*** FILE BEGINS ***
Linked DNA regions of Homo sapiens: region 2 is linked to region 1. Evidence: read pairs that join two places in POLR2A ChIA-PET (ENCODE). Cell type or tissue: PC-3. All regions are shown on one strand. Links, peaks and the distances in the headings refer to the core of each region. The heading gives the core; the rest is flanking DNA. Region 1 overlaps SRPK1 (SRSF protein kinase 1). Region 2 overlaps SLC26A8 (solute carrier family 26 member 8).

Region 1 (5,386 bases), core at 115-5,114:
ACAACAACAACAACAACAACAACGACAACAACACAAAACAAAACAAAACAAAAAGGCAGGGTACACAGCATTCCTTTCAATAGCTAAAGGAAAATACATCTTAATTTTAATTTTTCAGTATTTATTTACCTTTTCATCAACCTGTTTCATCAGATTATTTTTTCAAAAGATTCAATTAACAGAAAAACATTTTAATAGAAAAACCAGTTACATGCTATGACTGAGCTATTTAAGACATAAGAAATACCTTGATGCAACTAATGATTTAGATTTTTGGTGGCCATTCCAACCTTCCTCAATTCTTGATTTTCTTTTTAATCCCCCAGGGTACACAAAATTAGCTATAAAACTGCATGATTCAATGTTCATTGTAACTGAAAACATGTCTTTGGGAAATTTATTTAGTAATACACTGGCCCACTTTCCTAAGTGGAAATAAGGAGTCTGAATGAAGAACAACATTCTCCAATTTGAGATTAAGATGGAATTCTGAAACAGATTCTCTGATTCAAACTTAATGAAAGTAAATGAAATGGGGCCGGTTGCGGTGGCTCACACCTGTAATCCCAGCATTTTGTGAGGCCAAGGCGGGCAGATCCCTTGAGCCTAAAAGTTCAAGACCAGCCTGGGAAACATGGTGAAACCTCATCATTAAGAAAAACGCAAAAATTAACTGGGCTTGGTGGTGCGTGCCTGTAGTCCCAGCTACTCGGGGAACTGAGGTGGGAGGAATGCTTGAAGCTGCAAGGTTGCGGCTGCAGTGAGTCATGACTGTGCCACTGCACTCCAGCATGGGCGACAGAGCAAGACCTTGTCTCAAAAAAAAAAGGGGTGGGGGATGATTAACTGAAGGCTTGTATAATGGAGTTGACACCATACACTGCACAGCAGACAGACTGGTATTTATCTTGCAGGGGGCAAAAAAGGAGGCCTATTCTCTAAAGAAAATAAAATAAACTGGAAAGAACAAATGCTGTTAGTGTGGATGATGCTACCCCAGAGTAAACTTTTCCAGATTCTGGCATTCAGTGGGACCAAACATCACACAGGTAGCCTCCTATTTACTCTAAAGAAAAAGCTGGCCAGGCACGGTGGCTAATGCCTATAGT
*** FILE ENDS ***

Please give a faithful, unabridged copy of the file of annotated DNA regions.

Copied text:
Linked DNA regions of Homo sapiens: region 2 is linked to region 1. Evidence: read pairs that join two places in POLR2A ChIA-PET (ENCODE). Cell type or tissue: PC-3. All regions are shown on one strand. Links, peaks and the distances in the headings refer to the core of each region. The heading gives the core; the rest is flanking DNA. Region 1 overlaps SRPK1 (SRSF protein kinase 1). Region 2 overlaps SLC26A8 (solute carrier family 26 member 8).

Region 1 (5,386 bases), core at 115-5,114:
ACAACAACAACAACAACAACAACGACAACAACACAAAACAAAACAAAACAAAAAGGCAGGGTACACAGCATTCCTTTCAATAGCTAAAGGAAAATACATCTTAATTTTAATTTTTCAGTATTTATTTACCTTTTCATCAACCTGTTTCATCAGATTATTTTTTCAAAAGATTCAATTAACAGAAAAACATTTTAATAGAAAAACCAGTTACATGCTATGACTGAGCTATTTAAGACATAAGAAATACCTTGATGCAACTAATGATTTAGATTTTTGGTGGCCATTCCAACCTTCCTCAATTCTTGATTTTCTTTTTAATCCCCCAGGGTACACAAAATTAGCTATAAAACTGCATGATTCAATGTTCATTGTAACTGAAAACATGTCTTTGGGAAATTTATTTAGTAATACACTGGCCCACTTTCCTAAGTGGAAATAAGGAGTCTGAATGAAGAACAACATTCTCCAATTTGAGATTAAGATGGAATTCTGAAACAGATTCTCTGATTCAAACTTAATGAAAGTAAATGAAATGGGGCCGGTTGCGGTGGCTCACACCTGTAATCCCAGCATTTTGTGAGGCCAAGGCGGGCAGATCCCTTGAGCCTAAAAGTTCAAGACCAGCCTGGGAAACATGGTGAAACCTCATCATTAAGAAAAACGCAAAAATTAACTGGGCTTGGTGGTGCGTGCCTGTAGTCCCAGCTACTCGGGGAACTGAGGTGGGAGGAATGCTTGAAGCTGCAAGGTTGCGGCTGCAGTGAGTCATGACTGTGCCACTGCACTCCAGCATGGGCGACAGAGCAAGACCTTGTCTCAAAAAAAAAAGGGGTGGGGGATGATTAACTGAAGGCTTGTATAATGGAGTTGACACCATACACTGCACAGCAGACAGACTGGTATTTATCTTGCAGGGGGCAAAAAAGGAGGCCTATTCTCTAAAGAAAATAAAATAAACTGGAAAGAACAAATGCTGTTAGTGTGGATGATGCTACCCCAGAGTAAACTTTTCCAGATTCTGGCATTCAGTGGGACCAAACATCACACAGGTAGCCTCCTATTTACTCTAAAGAAAAAGCTGGCCAGGCACGGTGGCTAATGCCTATAGT